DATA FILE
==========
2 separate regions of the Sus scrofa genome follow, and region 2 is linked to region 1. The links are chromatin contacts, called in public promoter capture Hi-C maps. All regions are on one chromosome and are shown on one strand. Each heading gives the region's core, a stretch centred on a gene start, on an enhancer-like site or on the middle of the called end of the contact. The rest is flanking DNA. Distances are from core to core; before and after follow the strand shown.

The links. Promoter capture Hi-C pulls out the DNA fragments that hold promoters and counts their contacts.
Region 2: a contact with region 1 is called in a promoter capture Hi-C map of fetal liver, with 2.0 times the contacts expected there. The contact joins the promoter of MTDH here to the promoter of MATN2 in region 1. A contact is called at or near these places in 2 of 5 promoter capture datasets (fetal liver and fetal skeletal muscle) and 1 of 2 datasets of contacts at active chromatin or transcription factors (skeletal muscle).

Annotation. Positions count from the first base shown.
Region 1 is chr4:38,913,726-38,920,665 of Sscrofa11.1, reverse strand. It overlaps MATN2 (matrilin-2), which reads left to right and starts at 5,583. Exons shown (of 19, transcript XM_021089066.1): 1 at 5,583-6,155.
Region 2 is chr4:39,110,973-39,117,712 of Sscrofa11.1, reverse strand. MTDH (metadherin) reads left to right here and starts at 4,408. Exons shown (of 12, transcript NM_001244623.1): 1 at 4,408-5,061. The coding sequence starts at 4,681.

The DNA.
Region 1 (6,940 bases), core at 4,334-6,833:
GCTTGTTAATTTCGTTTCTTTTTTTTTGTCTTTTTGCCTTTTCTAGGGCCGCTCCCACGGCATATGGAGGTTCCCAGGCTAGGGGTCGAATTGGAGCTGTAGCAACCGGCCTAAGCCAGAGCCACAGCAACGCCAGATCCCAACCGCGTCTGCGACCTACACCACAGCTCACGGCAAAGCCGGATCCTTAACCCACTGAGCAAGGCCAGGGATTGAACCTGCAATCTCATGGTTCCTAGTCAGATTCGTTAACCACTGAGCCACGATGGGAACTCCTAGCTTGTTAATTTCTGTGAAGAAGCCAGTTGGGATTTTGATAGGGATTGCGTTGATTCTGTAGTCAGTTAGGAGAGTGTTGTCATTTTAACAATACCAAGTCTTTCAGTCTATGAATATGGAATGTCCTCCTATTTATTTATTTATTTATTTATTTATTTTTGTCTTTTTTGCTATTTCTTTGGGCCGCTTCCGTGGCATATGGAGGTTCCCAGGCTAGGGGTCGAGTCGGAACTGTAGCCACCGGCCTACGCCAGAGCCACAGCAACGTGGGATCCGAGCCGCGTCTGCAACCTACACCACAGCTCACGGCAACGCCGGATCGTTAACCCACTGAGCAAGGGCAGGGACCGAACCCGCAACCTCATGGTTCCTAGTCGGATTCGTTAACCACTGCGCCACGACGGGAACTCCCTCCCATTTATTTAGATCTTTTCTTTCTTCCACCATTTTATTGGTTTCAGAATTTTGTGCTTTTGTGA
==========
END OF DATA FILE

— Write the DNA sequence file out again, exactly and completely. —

2 separate regions of the Sus scrofa genome follow, and region 2 is linked to region 1. The links are chromatin contacts, called in public promoter capture Hi-C maps. All regions are on one chromosome and are shown on one strand. Each heading gives the region's core, a stretch centred on a gene start, on an enhancer-like site or on the middle of the called end of the contact. The rest is flanking DNA. Distances are from core to core; before and after follow the strand shown.

The links. Promoter capture Hi-C pulls out the DNA fragments that hold promoters and counts their contacts.
Region 2: a contact with region 1 is called in a promoter capture Hi-C map of fetal liver, with 2.0 times the contacts expected there. The contact joins the promoter of MTDH here to the promoter of MATN2 in region 1. A contact is called at or near these places in 2 of 5 promoter capture datasets (fetal liver and fetal skeletal muscle) and 1 of 2 datasets of contacts at active chromatin or transcription factors (skeletal muscle).

Annotation. Positions count from the first base shown.
Region 1 is chr4:38,913,726-38,920,665 of Sscrofa11.1, reverse strand. It overlaps MATN2 (matrilin-2), which reads left to right and starts at 5,583. Exons shown (of 19, transcript XM_021089066.1): 1 at 5,583-6,155.
Region 2 is chr4:39,110,973-39,117,712 of Sscrofa11.1, reverse strand. MTDH (metadherin) reads left to right here and starts at 4,408. Exons shown (of 12, transcript NM_001244623.1): 1 at 4,408-5,061. The coding sequence starts at 4,681.

The DNA.
Region 1 (6,940 bases), core at 4,334-6,833:
GCTTGTTAATTTCGTTTCTTTTTTTTTGTCTTTTTGCCTTTTCTAGGGCCGCTCCCACGGCATATGGAGGTTCCCAGGCTAGGGGTCGAATTGGAGCTGTAGCAACCGGCCTAAGCCAGAGCCACAGCAACGCCAGATCCCAACCGCGTCTGCGACCTACACCACAGCTCACGGCAAAGCCGGATCCTTAACCCACTGAGCAAGGCCAGGGATTGAACCTGCAATCTCATGGTTCCTAGTCAGATTCGTTAACCACTGAGCCACGATGGGAACTCCTAGCTTGTTAATTTCTGTGAAGAAGCCAGTTGGGATTTTGATAGGGATTGCGTTGATTCTGTAGTCAGTTAGGAGAGTGTTGTCATTTTAACAATACCAAGTCTTTCAGTCTATGAATATGGAATGTCCTCCTATTTATTTATTTATTTATTTATTTATTTTTGTCTTTTTTGCTATTTCTTTGGGCCGCTTCCGTGGCATATGGAGGTTCCCAGGCTAGGGGTCGAGTCGGAACTGTAGCCACCGGCCTACGCCAGAGCCACAGCAACGTGGGATCCGAGCCGCGTCTGCAACCTACACCACAGCTCACGGCAACGCCGGATCGTTAACCCACTGAGCAAGGGCAGGGACCGAACCCGCAACCTCATGGTTCCTAGTCGGATTCGTTAACCACTGCGCCACGACGGGAACTCCCTCCCATTTATTTAGATCTTTTCTTTCTTCCACCATTTTATTGGTTTCAGAATTTTGTGCTTTTGTGA